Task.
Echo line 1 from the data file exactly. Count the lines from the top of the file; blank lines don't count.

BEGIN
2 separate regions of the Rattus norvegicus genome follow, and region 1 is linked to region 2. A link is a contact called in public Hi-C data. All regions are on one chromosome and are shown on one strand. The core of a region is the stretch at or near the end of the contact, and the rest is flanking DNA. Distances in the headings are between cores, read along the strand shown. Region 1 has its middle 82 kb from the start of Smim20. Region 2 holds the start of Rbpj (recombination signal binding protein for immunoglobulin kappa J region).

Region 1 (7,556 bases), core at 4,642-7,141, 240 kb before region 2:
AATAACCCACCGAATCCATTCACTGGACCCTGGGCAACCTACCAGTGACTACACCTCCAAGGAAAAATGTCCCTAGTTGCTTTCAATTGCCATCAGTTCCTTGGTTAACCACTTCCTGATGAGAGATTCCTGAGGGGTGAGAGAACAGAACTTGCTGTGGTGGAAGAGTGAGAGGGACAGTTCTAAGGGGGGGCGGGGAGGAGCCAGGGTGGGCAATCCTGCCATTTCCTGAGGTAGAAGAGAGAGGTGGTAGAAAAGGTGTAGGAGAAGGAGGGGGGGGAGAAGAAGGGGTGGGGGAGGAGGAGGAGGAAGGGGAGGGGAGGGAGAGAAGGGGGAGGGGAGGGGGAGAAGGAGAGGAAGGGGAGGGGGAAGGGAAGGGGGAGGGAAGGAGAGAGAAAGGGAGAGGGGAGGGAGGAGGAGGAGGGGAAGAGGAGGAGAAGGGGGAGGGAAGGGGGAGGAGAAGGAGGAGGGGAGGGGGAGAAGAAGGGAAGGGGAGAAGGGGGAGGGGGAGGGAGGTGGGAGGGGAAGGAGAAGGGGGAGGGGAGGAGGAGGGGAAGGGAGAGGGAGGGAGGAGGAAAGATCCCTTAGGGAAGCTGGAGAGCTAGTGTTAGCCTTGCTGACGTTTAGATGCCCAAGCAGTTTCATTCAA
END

2 separate regions of the Rattus norvegicus genome follow, and region 1 is linked to region 2. A link is a contact called in public Hi-C data. All regions are on one chromosome and are shown on one strand. The core of a region is the stretch at or near the end of the contact, and the rest is flanking DNA. Distances in the headings are between cores, read along the strand shown. Region 1 has its middle 82 kb from the start of Smim20. Region 2 holds the start of Rbpj (recombination signal binding protein for immunoglobulin kappa J region).